I’ve been sharpening my own saws for many years, but it’s not something I’m comfortable teaching or writing much about because I don’t do it enough to feel like I’ve encountered all the crazy, messed-up situations that are possible with a saw.
Question: How do I recut the teeth in a new sawplate?
Heck, I don’t know.
How do I best reconfigure the PPI count of my saw to make it finer or coarser?
My sawplate is warped. Every other tooth is tiny. I want to change a ripsaw to a crosscut saw with sloped gullets. I’d like to add progressive rake and progressive pitch.
I know a lot of the answers to these questions, but I don’t have a lot of experience messing around with saws in all sorts of disrepair.
But when my saws are dull, I sharpen them. It’s really pretty easy and I’ve never thought it was a big deal.
However, I have found that many woodworkers are leery of filing their saws. They are afraid they will screw them up. They are mystified by the angles. They don’t know what equipment to buy.
So here’s the truth: Filing saws is easier than sharpening a smoothing plane. If you have a triangular file and saw set, you can do it. You don’t have to have a dedicated saw vise (make wooden jaws) or filing guide (make one). You don’t need a saw jointer (I use a mill file embedded in a block of wood).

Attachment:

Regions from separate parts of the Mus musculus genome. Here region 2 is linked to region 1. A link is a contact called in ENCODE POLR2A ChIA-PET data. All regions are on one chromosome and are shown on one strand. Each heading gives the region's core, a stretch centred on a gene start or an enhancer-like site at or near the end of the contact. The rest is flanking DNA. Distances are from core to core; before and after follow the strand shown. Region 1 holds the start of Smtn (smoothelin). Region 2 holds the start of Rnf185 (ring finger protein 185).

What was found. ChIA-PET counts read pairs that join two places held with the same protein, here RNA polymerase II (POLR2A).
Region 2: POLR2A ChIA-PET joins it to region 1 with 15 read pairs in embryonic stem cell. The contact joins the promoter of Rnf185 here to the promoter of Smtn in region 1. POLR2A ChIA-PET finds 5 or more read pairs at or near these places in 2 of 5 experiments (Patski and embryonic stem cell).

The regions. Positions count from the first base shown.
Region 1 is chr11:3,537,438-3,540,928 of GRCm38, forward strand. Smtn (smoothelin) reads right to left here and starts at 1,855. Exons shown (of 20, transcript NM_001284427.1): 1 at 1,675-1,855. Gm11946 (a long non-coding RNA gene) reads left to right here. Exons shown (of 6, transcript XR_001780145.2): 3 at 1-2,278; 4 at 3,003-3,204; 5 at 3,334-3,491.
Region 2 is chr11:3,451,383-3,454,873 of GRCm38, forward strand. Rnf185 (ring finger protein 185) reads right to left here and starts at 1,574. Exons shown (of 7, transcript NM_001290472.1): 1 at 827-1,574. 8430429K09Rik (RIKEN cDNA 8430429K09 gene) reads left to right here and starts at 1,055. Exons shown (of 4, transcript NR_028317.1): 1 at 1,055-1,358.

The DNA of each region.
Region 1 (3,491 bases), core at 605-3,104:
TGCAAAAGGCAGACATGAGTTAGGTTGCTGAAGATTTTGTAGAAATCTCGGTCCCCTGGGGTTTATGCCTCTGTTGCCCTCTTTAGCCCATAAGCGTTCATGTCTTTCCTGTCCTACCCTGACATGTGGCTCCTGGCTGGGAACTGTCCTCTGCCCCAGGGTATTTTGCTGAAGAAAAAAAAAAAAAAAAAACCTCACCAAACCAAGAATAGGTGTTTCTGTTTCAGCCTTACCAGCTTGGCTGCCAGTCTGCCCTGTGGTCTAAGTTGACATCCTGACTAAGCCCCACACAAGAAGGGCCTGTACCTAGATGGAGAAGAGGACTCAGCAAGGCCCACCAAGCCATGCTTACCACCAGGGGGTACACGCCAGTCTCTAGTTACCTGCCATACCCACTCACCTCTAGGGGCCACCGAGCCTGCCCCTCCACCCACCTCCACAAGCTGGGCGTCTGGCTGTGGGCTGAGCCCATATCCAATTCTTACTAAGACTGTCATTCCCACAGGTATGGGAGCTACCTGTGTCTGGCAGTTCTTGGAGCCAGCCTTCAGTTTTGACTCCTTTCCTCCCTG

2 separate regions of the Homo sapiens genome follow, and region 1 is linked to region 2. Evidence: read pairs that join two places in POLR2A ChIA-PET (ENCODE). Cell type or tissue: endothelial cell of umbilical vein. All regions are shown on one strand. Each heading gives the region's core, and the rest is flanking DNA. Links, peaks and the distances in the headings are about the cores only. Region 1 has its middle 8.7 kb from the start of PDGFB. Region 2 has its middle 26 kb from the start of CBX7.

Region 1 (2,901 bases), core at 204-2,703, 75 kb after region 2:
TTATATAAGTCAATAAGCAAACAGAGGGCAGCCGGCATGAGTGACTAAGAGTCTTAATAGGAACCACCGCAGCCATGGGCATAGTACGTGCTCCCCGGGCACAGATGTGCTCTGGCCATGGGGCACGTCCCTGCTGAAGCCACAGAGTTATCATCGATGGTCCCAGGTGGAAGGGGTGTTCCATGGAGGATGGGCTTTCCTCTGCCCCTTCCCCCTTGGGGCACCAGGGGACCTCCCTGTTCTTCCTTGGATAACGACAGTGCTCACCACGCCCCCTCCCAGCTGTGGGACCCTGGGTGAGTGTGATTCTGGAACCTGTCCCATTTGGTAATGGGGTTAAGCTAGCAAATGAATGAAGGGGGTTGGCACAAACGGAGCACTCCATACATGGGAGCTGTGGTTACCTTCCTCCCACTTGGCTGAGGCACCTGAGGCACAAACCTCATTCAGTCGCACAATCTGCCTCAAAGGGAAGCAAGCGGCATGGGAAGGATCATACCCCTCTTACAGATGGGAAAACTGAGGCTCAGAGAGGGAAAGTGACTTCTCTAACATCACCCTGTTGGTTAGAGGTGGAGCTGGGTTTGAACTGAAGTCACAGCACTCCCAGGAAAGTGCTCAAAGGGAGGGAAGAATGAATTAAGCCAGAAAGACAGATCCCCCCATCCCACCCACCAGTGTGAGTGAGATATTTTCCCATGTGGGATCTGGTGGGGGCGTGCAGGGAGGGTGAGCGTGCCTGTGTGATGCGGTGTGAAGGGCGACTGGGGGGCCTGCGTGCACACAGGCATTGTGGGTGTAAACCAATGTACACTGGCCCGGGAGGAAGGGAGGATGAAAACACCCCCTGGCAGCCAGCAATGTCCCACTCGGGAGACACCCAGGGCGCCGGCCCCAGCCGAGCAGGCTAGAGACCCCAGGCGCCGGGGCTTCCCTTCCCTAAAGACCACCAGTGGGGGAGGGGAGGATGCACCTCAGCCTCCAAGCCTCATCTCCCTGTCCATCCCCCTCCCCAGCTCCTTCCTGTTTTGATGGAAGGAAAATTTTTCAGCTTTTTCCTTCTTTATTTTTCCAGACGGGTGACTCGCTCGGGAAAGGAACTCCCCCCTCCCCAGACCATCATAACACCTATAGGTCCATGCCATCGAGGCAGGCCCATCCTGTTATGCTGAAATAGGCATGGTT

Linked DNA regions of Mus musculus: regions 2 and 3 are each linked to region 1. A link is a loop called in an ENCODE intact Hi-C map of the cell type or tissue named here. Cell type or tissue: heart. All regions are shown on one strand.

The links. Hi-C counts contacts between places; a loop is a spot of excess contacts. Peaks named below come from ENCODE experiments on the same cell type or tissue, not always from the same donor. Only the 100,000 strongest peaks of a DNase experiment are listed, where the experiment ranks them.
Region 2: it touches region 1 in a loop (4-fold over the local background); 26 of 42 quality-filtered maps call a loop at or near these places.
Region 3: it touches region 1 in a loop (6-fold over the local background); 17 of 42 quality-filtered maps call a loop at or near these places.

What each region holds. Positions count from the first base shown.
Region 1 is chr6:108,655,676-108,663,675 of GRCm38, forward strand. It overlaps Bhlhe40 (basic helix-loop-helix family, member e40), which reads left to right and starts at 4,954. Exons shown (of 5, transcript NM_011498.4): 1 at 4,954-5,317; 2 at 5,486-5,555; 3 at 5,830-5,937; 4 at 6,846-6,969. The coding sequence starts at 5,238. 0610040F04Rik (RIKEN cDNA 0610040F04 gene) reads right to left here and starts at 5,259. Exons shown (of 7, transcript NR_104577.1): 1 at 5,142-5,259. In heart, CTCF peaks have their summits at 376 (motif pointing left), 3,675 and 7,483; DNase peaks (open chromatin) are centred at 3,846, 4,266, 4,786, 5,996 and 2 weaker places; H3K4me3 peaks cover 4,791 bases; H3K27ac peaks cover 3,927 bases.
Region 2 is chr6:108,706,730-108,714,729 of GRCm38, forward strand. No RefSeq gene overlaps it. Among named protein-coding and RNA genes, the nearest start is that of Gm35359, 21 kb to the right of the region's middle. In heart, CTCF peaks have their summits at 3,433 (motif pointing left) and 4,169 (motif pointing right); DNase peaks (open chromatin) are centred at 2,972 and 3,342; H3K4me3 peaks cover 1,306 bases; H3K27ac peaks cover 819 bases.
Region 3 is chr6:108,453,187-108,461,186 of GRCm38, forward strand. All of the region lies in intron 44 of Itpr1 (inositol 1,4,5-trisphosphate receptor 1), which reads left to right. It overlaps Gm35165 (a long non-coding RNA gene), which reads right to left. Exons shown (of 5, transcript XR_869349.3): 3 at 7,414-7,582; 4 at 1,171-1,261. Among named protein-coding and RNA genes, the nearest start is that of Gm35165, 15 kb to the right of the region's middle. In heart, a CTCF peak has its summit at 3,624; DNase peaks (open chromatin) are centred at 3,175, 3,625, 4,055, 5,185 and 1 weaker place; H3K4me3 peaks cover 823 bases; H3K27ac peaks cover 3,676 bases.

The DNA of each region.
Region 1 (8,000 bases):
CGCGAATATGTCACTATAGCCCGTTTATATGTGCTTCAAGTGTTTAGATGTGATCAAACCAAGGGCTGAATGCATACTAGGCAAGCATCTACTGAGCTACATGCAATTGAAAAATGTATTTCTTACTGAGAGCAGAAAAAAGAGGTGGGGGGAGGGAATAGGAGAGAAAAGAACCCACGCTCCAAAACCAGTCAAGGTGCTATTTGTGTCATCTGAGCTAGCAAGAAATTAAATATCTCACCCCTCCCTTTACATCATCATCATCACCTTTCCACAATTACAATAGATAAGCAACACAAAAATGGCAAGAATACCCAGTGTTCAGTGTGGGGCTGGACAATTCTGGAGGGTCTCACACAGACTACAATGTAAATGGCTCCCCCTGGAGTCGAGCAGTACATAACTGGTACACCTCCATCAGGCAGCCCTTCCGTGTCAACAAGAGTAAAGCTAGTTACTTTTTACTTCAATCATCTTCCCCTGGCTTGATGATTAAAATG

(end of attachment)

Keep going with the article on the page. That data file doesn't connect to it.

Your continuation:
And here is the larger truth: If the Veritas Saw File Holder is what moves you into the category of “people who file their own saws,” then the jig is worth its weight in gold. It’s an incredibly simple device that trains you to hold the file in the correct orientation for both rake and fleam when filing saw teeth.
For the experienced filer, it allows you to dial in any combination of rake and fleam, so you can feel free to experiment with angles that are outside of the muscle memory of your hands.
And it’s a fantastic teaching aid, to boot.
After filing four saws with the guide, I spent a Friday afternoon teaching a person who had never filed a saw how to do it with the guide. The Veritas guide flattened the learning curve to the point where the woodworker’s second saw was almost as good as mine.
So if you are looking for something that will help you become a better saw filer in short order, this jig is the ticket I would buy.
— Christopher Schwarz